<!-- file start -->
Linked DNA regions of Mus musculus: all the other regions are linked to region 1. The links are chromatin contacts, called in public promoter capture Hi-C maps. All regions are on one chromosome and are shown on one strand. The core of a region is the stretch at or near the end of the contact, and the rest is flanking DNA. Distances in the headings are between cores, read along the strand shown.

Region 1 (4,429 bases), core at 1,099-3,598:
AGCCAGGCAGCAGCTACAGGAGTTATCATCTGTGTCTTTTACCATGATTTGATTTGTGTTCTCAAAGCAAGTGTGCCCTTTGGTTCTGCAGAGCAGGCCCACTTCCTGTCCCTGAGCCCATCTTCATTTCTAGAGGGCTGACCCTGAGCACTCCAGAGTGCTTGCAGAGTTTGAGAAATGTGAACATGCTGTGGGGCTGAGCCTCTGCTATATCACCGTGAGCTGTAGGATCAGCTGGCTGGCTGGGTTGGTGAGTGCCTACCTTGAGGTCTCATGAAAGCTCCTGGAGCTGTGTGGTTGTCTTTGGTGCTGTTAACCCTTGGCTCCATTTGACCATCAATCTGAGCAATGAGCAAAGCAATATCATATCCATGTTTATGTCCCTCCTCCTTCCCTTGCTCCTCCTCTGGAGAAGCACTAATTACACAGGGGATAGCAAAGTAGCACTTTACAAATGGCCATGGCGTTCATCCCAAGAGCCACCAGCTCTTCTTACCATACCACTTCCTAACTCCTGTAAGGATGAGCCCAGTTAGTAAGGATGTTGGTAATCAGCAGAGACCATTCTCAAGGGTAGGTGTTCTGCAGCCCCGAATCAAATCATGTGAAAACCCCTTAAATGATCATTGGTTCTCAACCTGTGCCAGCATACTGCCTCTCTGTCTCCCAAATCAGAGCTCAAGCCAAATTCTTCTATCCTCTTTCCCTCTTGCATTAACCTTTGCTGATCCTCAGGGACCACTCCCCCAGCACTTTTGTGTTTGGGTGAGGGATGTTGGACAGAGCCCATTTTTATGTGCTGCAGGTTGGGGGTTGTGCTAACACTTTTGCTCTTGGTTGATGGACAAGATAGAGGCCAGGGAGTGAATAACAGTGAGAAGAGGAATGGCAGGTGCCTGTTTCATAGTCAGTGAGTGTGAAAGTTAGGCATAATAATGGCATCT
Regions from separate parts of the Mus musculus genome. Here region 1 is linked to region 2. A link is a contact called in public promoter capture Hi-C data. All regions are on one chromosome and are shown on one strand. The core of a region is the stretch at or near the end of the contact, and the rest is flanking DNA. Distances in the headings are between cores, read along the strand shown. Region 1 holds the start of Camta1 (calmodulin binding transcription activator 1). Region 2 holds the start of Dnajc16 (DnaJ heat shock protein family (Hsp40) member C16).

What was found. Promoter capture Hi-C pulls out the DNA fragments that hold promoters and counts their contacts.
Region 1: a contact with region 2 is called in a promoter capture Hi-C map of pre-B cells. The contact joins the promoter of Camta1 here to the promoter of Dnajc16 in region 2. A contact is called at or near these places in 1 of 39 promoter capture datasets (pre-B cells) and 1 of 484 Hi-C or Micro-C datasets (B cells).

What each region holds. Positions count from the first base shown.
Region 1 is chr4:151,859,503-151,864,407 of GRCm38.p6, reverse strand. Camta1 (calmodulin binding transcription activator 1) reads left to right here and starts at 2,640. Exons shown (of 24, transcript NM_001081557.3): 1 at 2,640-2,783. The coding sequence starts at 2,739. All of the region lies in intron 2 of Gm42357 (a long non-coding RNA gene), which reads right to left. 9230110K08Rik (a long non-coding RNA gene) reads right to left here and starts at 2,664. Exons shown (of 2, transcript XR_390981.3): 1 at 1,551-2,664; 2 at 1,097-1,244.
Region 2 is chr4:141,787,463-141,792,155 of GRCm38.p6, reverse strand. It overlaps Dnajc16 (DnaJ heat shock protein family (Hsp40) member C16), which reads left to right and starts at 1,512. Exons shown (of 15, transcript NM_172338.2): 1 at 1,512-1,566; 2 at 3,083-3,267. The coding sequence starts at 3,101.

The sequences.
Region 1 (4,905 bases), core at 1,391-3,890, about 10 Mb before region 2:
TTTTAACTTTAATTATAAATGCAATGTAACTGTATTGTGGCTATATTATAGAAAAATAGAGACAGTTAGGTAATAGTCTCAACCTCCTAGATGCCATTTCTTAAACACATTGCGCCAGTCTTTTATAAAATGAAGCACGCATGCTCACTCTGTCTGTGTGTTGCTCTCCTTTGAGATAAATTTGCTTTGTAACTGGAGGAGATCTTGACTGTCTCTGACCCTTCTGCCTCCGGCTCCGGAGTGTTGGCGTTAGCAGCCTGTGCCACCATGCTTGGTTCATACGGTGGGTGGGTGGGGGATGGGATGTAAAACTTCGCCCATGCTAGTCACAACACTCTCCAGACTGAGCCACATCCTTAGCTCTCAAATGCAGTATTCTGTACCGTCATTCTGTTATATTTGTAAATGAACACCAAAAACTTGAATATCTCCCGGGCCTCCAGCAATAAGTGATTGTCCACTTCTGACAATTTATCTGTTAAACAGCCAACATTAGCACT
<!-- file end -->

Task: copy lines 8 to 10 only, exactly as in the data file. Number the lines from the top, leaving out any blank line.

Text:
Region 1 is chr4:151,859,503-151,864,407 of GRCm38.p6, reverse strand. Camta1 (calmodulin binding transcription activator 1) reads left to right here and starts at 2,640. Exons shown (of 24, transcript NM_001081557.3): 1 at 2,640-2,783. The coding sequence starts at 2,739. All of the region lies in intron 2 of Gm42357 (a long non-coding RNA gene), which reads right to left. 9230110K08Rik (a long non-coding RNA gene) reads right to left here and starts at 2,664. Exons shown (of 2, transcript XR_390981.3): 1 at 1,551-2,664; 2 at 1,097-1,244.
Region 2 is chr4:141,787,463-141,792,155 of GRCm38.p6, reverse strand. It overlaps Dnajc16 (DnaJ heat shock protein family (Hsp40) member C16), which reads left to right and starts at 1,512. Exons shown (of 15, transcript NM_172338.2): 1 at 1,512-1,566; 2 at 3,083-3,267. The coding sequence starts at 3,101.

The sequences.